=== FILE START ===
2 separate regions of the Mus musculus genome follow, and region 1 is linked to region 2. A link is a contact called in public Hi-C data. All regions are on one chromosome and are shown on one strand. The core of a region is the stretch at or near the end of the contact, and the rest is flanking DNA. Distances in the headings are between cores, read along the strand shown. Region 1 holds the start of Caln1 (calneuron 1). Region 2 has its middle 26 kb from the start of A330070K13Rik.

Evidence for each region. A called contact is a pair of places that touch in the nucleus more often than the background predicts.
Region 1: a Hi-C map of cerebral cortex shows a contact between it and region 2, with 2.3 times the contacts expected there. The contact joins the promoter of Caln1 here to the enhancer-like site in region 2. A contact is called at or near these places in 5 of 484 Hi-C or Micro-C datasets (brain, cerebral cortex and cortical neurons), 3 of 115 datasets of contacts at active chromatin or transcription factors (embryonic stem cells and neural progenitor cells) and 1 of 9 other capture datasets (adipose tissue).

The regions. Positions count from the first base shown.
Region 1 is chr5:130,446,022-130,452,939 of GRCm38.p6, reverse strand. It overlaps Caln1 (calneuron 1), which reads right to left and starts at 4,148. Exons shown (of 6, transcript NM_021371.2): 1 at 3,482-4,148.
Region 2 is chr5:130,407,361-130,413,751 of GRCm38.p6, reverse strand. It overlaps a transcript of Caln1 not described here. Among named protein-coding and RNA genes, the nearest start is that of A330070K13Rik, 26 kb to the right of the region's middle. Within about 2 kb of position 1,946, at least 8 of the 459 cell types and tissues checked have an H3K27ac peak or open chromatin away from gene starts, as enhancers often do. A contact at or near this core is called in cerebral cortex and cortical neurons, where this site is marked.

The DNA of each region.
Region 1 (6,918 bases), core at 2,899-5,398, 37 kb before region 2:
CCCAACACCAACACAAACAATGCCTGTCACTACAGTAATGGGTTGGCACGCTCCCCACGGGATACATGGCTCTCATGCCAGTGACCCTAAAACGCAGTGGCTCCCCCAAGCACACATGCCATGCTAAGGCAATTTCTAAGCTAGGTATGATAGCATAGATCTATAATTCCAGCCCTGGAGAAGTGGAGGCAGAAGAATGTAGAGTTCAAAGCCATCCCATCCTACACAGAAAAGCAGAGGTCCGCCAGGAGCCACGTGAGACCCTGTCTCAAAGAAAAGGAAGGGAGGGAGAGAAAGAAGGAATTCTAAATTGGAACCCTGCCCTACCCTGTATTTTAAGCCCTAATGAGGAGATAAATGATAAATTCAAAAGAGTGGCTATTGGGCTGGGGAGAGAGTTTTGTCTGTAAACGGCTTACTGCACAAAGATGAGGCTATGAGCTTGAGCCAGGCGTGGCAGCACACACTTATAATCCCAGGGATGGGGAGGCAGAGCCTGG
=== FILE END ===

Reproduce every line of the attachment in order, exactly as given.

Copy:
2 separate regions of the Mus musculus genome follow, and region 1 is linked to region 2. A link is a contact called in public Hi-C data. All regions are on one chromosome and are shown on one strand. The core of a region is the stretch at or near the end of the contact, and the rest is flanking DNA. Distances in the headings are between cores, read along the strand shown. Region 1 holds the start of Caln1 (calneuron 1). Region 2 has its middle 26 kb from the start of A330070K13Rik.

Evidence for each region. A called contact is a pair of places that touch in the nucleus more often than the background predicts.
Region 1: a Hi-C map of cerebral cortex shows a contact between it and region 2, with 2.3 times the contacts expected there. The contact joins the promoter of Caln1 here to the enhancer-like site in region 2. A contact is called at or near these places in 5 of 484 Hi-C or Micro-C datasets (brain, cerebral cortex and cortical neurons), 3 of 115 datasets of contacts at active chromatin or transcription factors (embryonic stem cells and neural progenitor cells) and 1 of 9 other capture datasets (adipose tissue).

The regions. Positions count from the first base shown.
Region 1 is chr5:130,446,022-130,452,939 of GRCm38.p6, reverse strand. It overlaps Caln1 (calneuron 1), which reads right to left and starts at 4,148. Exons shown (of 6, transcript NM_021371.2): 1 at 3,482-4,148.
Region 2 is chr5:130,407,361-130,413,751 of GRCm38.p6, reverse strand. It overlaps a transcript of Caln1 not described here. Among named protein-coding and RNA genes, the nearest start is that of A330070K13Rik, 26 kb to the right of the region's middle. Within about 2 kb of position 1,946, at least 8 of the 459 cell types and tissues checked have an H3K27ac peak or open chromatin away from gene starts, as enhancers often do. A contact at or near this core is called in cerebral cortex and cortical neurons, where this site is marked.

The DNA of each region.
Region 1 (6,918 bases), core at 2,899-5,398, 37 kb before region 2:
CCCAACACCAACACAAACAATGCCTGTCACTACAGTAATGGGTTGGCACGCTCCCCACGGGATACATGGCTCTCATGCCAGTGACCCTAAAACGCAGTGGCTCCCCCAAGCACACATGCCATGCTAAGGCAATTTCTAAGCTAGGTATGATAGCATAGATCTATAATTCCAGCCCTGGAGAAGTGGAGGCAGAAGAATGTAGAGTTCAAAGCCATCCCATCCTACACAGAAAAGCAGAGGTCCGCCAGGAGCCACGTGAGACCCTGTCTCAAAGAAAAGGAAGGGAGGGAGAGAAAGAAGGAATTCTAAATTGGAACCCTGCCCTACCCTGTATTTTAAGCCCTAATGAGGAGATAAATGATAAATTCAAAAGAGTGGCTATTGGGCTGGGGAGAGAGTTTTGTCTGTAAACGGCTTACTGCACAAAGATGAGGCTATGAGCTTGAGCCAGGCGTGGCAGCACACACTTATAATCCCAGGGATGGGGAGGCAGAGCCTGG